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2023 in Books: "All the Seas of the World" by Guy Gavriel Kay

Always a fan of this universe and Kay's writing in it.

If you don't know Kay's "thing", a lot of his novels are set in an alt-Earth that very, very closely hews to the history and stories of our real Earth, often copping historical personages lightly if at all altered for his needs. This allows him to tell interesting stories in a familiar-ish setting (you'd be surprised how much one's own mind fills in the details from real history when reading these books) without having to worry about the nitpickers coming at him over small stuff.

Some of the books take place during his analog of Reconquista Spain (The Lions of Al Rassan, possibly my favorite of these books), some in the China of the Three Kingdoms era (River of Stars), some during the Justinian Era of the Byzantine Empire (Sailing to Sarantium), etc... they range over millennia of history, but threads bind them all together, if sometimes quite lightly.

This particular entry takes shortly after the Fall of Sarantium to the Asharites (read: the taking of Constantinople by the Ottomans). The western Jaddite/Christian world is in upheaval, Batiara/Italy is suffering under the weight of mercenary wars every summer between her various fractious small city states, the Pope/Western Patriarch in Rhodias/Rome is screaming for vengeance... things are messy.

Into this morass of doubt and violence step a pair of merchants; one, a Batiaran Jaddite woman who was taken by Asharites as a slave as a child, freed herself as an adult, and now wants some revenge. The other, a Kindath (Jew) whose family was expelled from Esperaña (figure it out), some burnt at the stake for trying to hide their Kindathness, the rest of whom resettled across various parts of both the Jaddite and Asharite worlds, worlds in which Rafel, this trader, now makes his living.

They decide to augment that living by offering to assassinate a local Khalif in one of the Asharite kingdoms in what is supposed to be North Africa (christ almighty, this would be was easier to write about if I just used our words for all of his fake stuff). From this event, many others spin out, including our plot. That's about all I'll say here about said plot other than to note that it's a) good b) moves along briskly and c) if you know anything about our real history you can figure out where a lot of things are going early, but the individual stories remain compelling and make it more than just historical fiction.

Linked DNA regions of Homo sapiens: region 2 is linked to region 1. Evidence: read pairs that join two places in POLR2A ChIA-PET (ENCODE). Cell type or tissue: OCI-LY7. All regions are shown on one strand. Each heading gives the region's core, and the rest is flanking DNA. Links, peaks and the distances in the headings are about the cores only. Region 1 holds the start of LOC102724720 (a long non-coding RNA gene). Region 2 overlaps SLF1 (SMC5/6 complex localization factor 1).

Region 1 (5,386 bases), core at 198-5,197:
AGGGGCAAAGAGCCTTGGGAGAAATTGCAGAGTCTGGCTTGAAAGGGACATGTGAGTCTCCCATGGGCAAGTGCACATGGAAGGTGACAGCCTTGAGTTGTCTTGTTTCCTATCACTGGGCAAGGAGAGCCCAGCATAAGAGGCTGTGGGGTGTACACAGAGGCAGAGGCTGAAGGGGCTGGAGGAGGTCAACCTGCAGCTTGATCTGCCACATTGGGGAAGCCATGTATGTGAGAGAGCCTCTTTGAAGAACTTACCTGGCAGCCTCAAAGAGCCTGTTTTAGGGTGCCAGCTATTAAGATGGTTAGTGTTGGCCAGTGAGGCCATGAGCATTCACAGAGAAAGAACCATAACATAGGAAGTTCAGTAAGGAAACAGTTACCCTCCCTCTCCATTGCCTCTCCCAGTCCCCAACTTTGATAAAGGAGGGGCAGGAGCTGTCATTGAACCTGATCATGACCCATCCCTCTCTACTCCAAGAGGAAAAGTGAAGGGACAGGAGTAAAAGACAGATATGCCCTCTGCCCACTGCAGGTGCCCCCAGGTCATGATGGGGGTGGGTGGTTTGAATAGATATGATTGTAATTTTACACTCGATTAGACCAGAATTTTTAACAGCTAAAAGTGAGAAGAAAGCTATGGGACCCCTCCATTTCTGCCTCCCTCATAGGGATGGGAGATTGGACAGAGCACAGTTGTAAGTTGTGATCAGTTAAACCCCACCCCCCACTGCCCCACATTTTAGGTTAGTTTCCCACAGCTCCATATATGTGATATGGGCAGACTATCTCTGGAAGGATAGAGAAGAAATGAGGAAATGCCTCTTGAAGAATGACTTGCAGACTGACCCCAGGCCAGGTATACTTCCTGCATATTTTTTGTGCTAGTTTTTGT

Kay seems very interested in how one's legacies are formed, where our stories end, in this entry. He's always been a bit of a romantic, I believe, dropping bits of poetry (he actually was/is a poet before becoming a novelist) throughout his novels, and injecting a bit of a magical element into things on the regular. In a pure historical fiction novel, I'd probably find that offputting, but since it's not purporting to any kind of realism, it ends up working quite well.

That said, the magical elements and, to be honest, the humor that lightened up the often violent vibe of his other works are both at low ebb in this entry. The acknowledgment at the end of this book states that this book was written during the isolation of the early COVID pandemic, and I think it shows. It's not The Road or anything, but it's pretty dark by Kay's own previous standards.

I don't think it suffers for that, though. Kay has always managed to portray this earth-analog's medieval past as ours was: rather violent, for almost everybody, yet without succumbing to the full-on grimdark turbo-violence of a George RR Martin or Joe Abercrombie bent. As entertaining as I can find those authors' books, I think Kay's books, including this one, succeed better as literature, if I can make that judgment without sounding like a total prick. He gets at human emotions and motivations and reactions better than most in the genre, I believe.

I enjoyed this book quite a bit, but suffered a bit of melancholy at the end of it. It's a world full of characters all searching for more permanence out of their homes, families, and faiths, with many (though not all) failing to find it. I hope Mr. Kay returns to this world to let us know how it's getting on again in the future.